Iranian news website suspended after reporting burning of New Testaments  16/03/2011

Mohabat News, the only active news agency inside Iran reporting on the recent mass arrests of Christians in the country, was suddenly suspended today.  It is unclear why the website has been disabled, however in the past the authorities have been known to shut down websites run by human rights groups and critics of the regime under the guise of defending the nation against "cyber warfare”.

In recent months a staff member of Mohabat News was allegedly threatened via an email from the Revolutionary Guard, which stated that he and his family would be targeted, and “bad things” would happen to them as a result of Mohabat's output.

The suspension of Mohabat News came the day after it reported the seizure and burning of 600 New Testaments by authorities in western Iran on 7 February 2011.  In a routine border inspection of a bus in Salmas in Western Azerbaijan, the Office of Contraband Search and Seizure along with the Revolutionary Guards reportedly discovered two boxes, each containing 300 New Testaments that had allegedly been smuggled across the border.  No passengers claimed ownership of the confiscated boxes, and the official website of the Revolutionary Guards accused the United States of playing a major role in this incident.

These developments have occurred within the context of escalating fears for religious minorities in Iran.  The Baha'i International Community recently reported that so far this month, the Iranian authorities have arrested at least nine Baha'is who provided schooling to children in a region of Iran devastated by an earthquake seven years ago.  The authorities allege the Baha'is "took advantage" of the desperate need for teachers following the earthquake.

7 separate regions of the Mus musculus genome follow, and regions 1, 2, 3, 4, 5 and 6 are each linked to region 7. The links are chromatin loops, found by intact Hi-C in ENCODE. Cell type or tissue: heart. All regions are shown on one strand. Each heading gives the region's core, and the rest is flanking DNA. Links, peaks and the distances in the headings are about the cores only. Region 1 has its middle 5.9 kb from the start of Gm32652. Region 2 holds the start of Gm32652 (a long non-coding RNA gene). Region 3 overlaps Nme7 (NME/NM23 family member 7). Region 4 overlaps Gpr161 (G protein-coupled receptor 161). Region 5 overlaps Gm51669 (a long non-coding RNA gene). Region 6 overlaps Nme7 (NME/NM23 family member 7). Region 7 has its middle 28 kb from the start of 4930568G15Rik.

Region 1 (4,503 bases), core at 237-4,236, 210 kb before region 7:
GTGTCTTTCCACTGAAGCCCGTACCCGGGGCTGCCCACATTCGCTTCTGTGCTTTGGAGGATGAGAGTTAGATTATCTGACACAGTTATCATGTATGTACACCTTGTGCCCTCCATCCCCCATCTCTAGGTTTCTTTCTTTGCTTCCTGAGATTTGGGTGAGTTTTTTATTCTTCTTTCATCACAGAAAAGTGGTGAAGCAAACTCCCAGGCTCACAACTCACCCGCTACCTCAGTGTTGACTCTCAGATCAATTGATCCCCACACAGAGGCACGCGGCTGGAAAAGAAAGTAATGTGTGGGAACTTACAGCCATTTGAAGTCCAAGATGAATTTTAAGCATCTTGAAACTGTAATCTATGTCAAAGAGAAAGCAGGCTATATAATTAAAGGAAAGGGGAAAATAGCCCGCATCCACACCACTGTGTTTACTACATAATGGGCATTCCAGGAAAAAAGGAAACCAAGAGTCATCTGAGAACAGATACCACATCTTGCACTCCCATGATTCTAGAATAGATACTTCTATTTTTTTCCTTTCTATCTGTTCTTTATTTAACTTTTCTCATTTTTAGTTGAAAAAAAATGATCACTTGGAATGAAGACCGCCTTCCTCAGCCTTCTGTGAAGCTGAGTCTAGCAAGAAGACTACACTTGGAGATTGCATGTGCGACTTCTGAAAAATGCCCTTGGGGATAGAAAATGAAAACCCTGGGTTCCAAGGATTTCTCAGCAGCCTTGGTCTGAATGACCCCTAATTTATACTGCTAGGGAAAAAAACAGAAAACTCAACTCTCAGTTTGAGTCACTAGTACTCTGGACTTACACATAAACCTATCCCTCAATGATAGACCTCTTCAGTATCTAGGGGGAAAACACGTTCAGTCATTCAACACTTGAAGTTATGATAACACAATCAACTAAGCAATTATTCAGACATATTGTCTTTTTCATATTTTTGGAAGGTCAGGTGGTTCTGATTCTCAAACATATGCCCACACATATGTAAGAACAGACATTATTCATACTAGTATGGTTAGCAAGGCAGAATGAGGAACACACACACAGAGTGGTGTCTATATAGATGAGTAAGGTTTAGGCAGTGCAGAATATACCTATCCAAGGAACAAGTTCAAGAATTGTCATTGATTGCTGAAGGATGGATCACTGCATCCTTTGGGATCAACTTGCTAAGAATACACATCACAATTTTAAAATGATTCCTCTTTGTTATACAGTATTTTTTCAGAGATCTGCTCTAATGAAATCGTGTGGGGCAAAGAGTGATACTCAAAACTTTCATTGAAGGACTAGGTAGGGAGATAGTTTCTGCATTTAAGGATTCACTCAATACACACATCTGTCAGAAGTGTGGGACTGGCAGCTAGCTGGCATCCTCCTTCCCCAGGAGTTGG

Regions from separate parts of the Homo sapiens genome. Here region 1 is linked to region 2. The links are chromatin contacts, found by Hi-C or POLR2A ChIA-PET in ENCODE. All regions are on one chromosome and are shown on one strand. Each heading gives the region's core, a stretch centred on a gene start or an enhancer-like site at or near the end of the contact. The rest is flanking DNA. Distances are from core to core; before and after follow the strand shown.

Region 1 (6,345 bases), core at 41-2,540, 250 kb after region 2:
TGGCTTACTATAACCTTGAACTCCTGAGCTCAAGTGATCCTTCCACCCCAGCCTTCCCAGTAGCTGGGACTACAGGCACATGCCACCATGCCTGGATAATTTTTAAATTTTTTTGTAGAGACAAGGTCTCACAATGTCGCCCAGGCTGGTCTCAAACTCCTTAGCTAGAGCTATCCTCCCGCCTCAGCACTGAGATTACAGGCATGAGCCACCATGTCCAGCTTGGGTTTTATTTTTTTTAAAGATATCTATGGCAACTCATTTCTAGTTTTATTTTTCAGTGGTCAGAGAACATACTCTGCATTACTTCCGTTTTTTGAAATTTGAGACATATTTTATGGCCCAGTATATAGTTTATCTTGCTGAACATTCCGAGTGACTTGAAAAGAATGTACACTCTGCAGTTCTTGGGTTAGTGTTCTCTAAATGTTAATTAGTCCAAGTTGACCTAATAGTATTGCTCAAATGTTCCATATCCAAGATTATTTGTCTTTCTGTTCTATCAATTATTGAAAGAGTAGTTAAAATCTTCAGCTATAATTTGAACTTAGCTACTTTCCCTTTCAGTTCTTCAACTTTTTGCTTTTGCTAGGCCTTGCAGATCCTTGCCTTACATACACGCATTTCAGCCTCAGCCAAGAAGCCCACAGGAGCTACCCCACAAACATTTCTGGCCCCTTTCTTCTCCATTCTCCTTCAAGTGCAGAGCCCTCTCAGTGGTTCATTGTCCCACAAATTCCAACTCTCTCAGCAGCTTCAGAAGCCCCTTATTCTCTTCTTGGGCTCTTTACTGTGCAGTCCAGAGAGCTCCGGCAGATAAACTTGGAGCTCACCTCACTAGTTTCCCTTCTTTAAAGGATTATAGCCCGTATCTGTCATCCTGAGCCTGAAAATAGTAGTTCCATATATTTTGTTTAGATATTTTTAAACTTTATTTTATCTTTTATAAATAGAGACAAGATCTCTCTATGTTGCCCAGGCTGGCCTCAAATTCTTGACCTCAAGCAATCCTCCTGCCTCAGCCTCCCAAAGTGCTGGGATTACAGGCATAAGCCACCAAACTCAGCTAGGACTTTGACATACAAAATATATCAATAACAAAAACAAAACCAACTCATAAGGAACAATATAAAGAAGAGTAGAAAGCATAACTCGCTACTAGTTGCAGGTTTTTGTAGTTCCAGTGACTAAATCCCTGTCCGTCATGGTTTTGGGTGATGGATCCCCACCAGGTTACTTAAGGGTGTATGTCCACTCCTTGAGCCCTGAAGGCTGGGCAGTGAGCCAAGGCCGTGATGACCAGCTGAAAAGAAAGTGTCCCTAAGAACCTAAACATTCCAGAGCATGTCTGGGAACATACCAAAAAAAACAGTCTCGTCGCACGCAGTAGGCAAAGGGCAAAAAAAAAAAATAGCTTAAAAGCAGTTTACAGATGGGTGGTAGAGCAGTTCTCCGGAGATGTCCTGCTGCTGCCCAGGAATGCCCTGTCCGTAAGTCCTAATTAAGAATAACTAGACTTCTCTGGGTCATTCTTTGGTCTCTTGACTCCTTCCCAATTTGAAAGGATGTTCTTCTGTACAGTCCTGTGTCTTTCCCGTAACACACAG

Furthermore, at least 282 Christians have been arrested in around 34 cities in Iran since June 2010.  All have faced many hours of intense interrogation and most have faced long periods in solitary confinement.  At least fifteen of these Christians remain in prison, including Khalil Yarali, who was held in solitary confinement for 28 days in an unknown place and under intense interrogations before being transferred to Karoon prison in Ahwaz.

CSW Advocacy Director Andrew Johnston said, “The sudden suspension of Mohabat News is a disturbing development, and we await clarification on the reasons behind it.  However, CSW is deeply concerned both by the restrictions placed on the publication, importation and reprinting of Christian literature, which have caused the rise in smuggling, and by the continuing cycle of arrests and detentions of Baha'is and Christians on the basis of their religious beliefs.  We once again call on the Iranian government to respect its international obligations to uphold all aspects of the right to religious freedom, and to also release those who are still held without charge.”

Notes to Editors:

1. In mid February, hackers belonging to the government of Iran managed to disable the Mohabat News website for two days.

2. The government closed the operations of the Iranian Bible Society in 1980, and the publishing, importation or reprinting of Bibles or Christian literature is illegal.  Therefore, the smuggling of Bibles across the borders is relatively common.  A similar incident occurred on 8 June 2010, in one of the western towns of Sardasht.

3. A Press Release on the arrest of the Baha'is can be found on the website of the Baha'i International Community: http://news.bahai.org/story/812 

Christian Solidarity Worldwide (CSW) is a human rights organisation which specialises in religious freedom, works on behalf of those persecuted for their Christian beliefs and promotes religious liberty for all.

For more information, please call 0845 456 5464, email admin@csw.org.uk or visit www.csw.org.uk